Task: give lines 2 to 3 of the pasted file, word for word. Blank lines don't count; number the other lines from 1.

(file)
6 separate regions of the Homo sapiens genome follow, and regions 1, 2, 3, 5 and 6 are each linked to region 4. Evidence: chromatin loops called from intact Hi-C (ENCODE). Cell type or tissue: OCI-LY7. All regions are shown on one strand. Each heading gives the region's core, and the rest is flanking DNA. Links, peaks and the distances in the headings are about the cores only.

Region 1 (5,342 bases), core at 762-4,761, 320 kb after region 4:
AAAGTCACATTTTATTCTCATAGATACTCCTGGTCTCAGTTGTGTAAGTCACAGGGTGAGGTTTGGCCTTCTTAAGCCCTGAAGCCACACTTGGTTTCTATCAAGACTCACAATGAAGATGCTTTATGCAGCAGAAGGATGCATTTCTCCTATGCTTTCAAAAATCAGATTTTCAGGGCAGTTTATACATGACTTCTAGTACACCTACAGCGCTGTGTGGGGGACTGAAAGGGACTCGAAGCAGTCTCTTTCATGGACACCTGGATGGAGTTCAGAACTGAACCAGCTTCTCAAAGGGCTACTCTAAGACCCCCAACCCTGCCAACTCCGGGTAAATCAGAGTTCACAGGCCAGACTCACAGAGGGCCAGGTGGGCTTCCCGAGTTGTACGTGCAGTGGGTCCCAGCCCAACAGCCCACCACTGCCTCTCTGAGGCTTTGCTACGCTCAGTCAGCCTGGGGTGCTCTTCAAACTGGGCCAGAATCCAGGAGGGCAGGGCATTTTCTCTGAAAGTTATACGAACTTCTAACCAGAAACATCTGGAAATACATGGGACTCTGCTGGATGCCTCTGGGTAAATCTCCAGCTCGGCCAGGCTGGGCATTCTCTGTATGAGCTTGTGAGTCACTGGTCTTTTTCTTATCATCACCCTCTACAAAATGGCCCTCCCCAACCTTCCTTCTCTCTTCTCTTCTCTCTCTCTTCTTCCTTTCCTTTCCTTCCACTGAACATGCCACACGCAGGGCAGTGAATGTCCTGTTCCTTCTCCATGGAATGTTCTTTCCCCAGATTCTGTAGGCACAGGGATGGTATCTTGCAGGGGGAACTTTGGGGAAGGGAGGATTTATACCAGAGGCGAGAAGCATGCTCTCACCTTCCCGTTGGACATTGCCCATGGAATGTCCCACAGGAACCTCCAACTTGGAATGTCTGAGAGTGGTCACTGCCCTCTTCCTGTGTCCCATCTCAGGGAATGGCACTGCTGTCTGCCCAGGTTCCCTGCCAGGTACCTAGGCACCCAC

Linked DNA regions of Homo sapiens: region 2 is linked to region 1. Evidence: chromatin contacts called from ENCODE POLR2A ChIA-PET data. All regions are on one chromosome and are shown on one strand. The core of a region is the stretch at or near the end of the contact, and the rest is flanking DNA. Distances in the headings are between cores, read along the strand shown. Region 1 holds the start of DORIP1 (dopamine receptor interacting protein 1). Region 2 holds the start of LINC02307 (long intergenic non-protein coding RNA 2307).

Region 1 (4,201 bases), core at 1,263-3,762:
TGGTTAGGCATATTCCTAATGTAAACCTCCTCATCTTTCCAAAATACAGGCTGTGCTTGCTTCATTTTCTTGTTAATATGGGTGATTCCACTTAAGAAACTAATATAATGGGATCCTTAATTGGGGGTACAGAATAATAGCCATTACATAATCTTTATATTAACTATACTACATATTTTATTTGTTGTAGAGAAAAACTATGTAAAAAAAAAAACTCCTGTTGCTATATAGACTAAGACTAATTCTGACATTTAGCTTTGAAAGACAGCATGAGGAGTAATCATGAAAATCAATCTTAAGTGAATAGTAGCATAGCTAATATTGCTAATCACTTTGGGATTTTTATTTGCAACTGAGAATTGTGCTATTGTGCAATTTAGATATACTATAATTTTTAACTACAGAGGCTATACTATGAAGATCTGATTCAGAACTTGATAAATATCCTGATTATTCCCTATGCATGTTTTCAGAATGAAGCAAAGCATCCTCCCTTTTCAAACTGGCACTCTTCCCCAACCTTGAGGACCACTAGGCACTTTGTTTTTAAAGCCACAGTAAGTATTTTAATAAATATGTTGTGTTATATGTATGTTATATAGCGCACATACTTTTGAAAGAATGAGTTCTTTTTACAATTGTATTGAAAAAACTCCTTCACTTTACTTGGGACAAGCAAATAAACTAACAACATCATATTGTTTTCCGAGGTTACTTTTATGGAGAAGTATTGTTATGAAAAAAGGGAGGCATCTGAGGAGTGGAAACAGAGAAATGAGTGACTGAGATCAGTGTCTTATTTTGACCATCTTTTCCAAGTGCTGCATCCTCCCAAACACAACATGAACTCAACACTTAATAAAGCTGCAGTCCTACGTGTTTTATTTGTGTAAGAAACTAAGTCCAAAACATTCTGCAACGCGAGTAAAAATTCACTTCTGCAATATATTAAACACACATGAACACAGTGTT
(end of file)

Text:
Region 1 (5,342 bases), core at 762-4,761, 320 kb after region 4:
AAAGTCACATTTTATTCTCATAGATACTCCTGGTCTCAGTTGTGTAAGTCACAGGGTGAGGTTTGGCCTTCTTAAGCCCTGAAGCCACACTTGGTTTCTATCAAGACTCACAATGAAGATGCTTTATGCAGCAGAAGGATGCATTTCTCCTATGCTTTCAAAAATCAGATTTTCAGGGCAGTTTATACATGACTTCTAGTACACCTACAGCGCTGTGTGGGGGACTGAAAGGGACTCGAAGCAGTCTCTTTCATGGACACCTGGATGGAGTTCAGAACTGAACCAGCTTCTCAAAGGGCTACTCTAAGACCCCCAACCCTGCCAACTCCGGGTAAATCAGAGTTCACAGGCCAGACTCACAGAGGGCCAGGTGGGCTTCCCGAGTTGTACGTGCAGTGGGTCCCAGCCCAACAGCCCACCACTGCCTCTCTGAGGCTTTGCTACGCTCAGTCAGCCTGGGGTGCTCTTCAAACTGGGCCAGAATCCAGGAGGGCAGGGCATTTTCTCTGAAAGTTATACGAACTTCTAACCAGAAACATCTGGAAATACATGGGACTCTGCTGGATGCCTCTGGGTAAATCTCCAGCTCGGCCAGGCTGGGCATTCTCTGTATGAGCTTGTGAGTCACTGGTCTTTTTCTTATCATCACCCTCTACAAAATGGCCCTCCCCAACCTTCCTTCTCTCTTCTCTTCTCTCTCTCTTCTTCCTTTCCTTTCCTTCCACTGAACATGCCACACGCAGGGCAGTGAATGTCCTGTTCCTTCTCCATGGAATGTTCTTTCCCCAGATTCTGTAGGCACAGGGATGGTATCTTGCAGGGGGAACTTTGGGGAAGGGAGGATTTATACCAGAGGCGAGAAGCATGCTCTCACCTTCCCGTTGGACATTGCCCATGGAATGTCCCACAGGAACCTCCAACTTGGAATGTCTGAGAGTGGTCACTGCCCTCTTCCTGTGTCCCATCTCAGGGAATGGCACTGCTGTCTGCCCAGGTTCCCTGCCAGGTACCTAGGCACCCAC